If China follows through with the imposition of the proposed tariffs, this places a huge question mark over Australia's barley exports for the balance of this season - and the current forecasts for exports to China in 2020-21.

In recent years, Australia has been China's biggest supplier of barley - with the grain going into both the brewing and stock feed markets.

In the 2017-18 Australian marketing year (from October 2017 to September 2018), China imported almost 6.5 million tonnes of Australian barley.

This was valued at more than AU$2.2 billion and accounted for about 75 per cent of China's barley imports in that period.

Although still significant, the volume dropped substantially in the 2018-19 season to just over two million tonnes worth about AU$700 million - as the anti-dumping investigation made it difficult for consumers to acquire import permits.

China is still Australia's biggest export barley customer this season, with about one million tonnes shipped to the country to the end of April 2020.

Second on the list of barley destinations by volume is the Queensland domestic market, with transhipments - predominantly from South Australia and Western Australia - into the port of Brisbane totalling more than 0.9 million tonnes. This is followed by Thailand at just over 0.4 million tonnes and then Japan at 0.2 million tonnes.

With an excellent soil moisture profile throughout News South Wales, Victoria and SA - and promising rainfall across many parts of WA last week - most of the current Australian barley crop is being planted on time and into favourable soil conditions.

That means Australia is looking at a barley crop of at least 10 million tonnes this year.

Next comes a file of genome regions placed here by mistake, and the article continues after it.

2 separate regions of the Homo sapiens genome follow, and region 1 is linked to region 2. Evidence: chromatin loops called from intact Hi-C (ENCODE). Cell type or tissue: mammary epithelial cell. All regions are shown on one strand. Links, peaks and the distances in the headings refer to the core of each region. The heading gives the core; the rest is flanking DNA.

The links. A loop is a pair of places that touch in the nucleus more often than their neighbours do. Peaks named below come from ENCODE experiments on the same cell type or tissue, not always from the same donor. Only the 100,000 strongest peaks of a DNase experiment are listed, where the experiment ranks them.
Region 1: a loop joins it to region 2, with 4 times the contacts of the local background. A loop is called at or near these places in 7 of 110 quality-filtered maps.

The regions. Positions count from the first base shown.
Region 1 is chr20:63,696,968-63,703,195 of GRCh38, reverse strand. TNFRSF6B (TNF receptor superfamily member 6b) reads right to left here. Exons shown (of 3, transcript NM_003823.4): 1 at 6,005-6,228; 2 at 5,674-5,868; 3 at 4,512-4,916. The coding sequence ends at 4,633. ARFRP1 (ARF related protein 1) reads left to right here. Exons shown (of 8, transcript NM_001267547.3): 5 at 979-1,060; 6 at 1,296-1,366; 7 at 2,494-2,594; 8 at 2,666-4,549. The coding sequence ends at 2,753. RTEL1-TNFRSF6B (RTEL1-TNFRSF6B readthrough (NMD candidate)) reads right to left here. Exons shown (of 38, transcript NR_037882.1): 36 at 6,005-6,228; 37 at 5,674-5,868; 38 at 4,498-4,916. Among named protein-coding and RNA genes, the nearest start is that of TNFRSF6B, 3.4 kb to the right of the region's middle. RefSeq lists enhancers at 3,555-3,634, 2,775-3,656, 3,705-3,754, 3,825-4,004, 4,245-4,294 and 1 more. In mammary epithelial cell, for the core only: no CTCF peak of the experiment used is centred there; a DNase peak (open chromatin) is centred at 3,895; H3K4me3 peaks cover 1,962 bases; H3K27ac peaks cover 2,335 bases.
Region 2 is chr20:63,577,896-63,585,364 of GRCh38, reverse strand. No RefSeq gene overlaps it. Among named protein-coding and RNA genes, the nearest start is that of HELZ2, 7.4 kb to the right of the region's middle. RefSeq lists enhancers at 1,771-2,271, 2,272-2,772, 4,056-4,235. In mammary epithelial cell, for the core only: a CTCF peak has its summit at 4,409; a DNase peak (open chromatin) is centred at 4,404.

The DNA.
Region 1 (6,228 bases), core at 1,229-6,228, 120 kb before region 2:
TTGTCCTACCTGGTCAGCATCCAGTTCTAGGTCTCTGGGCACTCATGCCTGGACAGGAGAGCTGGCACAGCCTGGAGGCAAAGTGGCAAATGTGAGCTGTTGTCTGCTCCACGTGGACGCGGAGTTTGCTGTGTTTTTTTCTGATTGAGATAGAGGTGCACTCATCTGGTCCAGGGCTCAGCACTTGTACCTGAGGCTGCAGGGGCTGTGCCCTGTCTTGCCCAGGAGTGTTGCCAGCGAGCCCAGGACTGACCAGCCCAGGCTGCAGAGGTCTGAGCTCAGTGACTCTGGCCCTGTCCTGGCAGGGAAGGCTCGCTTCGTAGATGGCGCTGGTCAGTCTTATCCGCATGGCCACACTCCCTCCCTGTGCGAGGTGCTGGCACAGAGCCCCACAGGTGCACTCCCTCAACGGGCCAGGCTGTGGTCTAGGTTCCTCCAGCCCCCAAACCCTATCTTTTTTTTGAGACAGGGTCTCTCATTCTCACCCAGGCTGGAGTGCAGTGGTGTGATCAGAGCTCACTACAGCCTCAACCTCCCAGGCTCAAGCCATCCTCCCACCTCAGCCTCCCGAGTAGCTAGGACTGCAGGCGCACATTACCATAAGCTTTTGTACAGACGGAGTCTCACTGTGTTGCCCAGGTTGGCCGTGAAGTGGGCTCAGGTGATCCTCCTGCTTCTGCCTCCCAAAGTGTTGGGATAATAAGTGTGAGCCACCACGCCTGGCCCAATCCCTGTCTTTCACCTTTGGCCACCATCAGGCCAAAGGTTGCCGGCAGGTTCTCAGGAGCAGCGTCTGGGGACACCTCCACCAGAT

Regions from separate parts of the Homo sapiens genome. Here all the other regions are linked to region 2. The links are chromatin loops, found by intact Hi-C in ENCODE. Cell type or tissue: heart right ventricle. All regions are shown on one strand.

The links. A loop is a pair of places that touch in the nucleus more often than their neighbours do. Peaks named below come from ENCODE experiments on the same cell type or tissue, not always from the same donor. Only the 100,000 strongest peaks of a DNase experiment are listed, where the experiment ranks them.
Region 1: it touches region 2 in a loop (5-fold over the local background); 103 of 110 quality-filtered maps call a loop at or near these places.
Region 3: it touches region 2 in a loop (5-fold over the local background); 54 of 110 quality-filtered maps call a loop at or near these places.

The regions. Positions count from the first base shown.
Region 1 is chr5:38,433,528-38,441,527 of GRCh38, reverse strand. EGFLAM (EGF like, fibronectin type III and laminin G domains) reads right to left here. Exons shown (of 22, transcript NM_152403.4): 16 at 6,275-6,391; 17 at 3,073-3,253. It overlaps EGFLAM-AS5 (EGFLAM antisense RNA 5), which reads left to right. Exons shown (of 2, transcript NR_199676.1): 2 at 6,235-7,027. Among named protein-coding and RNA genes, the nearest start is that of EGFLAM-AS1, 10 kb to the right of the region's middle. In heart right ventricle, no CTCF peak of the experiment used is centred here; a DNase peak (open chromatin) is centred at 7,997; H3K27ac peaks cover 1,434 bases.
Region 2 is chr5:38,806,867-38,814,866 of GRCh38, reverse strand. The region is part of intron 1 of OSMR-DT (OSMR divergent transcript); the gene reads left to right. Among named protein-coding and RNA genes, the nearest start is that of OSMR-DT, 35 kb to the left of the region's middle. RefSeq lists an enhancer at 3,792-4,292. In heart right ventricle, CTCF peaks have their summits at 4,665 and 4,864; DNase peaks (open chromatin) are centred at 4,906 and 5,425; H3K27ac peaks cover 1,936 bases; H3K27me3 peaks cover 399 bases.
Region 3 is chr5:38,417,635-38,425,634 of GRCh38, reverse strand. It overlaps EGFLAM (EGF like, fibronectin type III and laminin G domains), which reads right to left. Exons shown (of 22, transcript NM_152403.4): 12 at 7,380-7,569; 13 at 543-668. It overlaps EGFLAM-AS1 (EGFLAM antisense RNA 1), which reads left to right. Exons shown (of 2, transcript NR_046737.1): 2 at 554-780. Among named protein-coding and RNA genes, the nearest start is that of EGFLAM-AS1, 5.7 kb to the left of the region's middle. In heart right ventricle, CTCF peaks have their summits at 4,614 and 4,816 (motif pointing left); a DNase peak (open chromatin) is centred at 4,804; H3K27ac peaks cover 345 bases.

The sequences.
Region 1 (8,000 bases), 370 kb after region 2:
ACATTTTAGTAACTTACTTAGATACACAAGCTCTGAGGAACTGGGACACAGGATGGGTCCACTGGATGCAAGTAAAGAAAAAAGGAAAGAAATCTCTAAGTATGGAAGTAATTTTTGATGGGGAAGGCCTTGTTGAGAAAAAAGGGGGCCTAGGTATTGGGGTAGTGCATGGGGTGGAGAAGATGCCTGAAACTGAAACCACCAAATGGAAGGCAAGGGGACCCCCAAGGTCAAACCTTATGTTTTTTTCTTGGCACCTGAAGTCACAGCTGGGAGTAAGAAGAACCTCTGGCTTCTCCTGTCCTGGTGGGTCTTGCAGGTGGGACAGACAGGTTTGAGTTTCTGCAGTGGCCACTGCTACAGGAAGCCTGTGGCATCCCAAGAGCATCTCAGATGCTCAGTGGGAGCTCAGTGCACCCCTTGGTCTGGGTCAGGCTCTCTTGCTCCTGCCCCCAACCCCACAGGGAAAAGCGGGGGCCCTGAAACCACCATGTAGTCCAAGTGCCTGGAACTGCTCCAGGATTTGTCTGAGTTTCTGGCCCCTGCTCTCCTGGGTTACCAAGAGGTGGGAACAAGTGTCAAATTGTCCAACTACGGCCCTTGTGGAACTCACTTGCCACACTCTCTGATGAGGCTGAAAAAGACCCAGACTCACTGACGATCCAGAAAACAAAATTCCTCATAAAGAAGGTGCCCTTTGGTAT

If farmers manage to plant all of their intended area in those states, and there is above-average winter and spring conditions, then production of 12 million tonnes is quite achievable.

This would give Australia an exportable surplus of barley of about six to eight million tonnes.

In the absence of China in the market, one of the first destinations domestic exporters will look to is Saudi Arabia - in particular the Arabian Gulf, where Australia has a freight advantage compared to Black Sea exporters.

The latest tender price into Dammam was US$207 cost and freight (C&F).

With freight costing US$19 out of WA ports and the Australian Dollar at US$0.65, that equates to AU$289 free on board (FOB) - or about AU$262 free-in-store (FIS).

New crop Black Sea barley was reportedly bid US$170 last week and -with shipping to the Arabian Gulf costing about US$29 - that equates to a delivered price of US$199 (C&F).

Using the freight and currency numbers above, that works back to AU$277 (FOB) - or AU$250 (FIS) - from WA. Exporting from SA would be a grower bid of about AU$230.

The other alternative for volume barley exports will be to displace corn into feed rations throughout Asian markets.

While that is possible at current prices, there is a huge corn harvest coming-off in South America at present; the northern hemisphere corn crop will be big if all goes well; and COVID-19 has decimated global demand.

On that basis, it is unlikely global corn values will hold at current levels as we move closer to the Australian grain harvest.

It is hard to understand what has driven the Chinese tariff decision and we will have to wait until 19 May to find out the full details.

But with the potential for a substantial Australian barley crop this season, any erosion of demand or closure of traditional markets will be detrimental for grower bids - unless the Australian Dollar comes to the rescue.

The story Barley blow from China may prompt exporters to explore other options first appeared on Farm Online.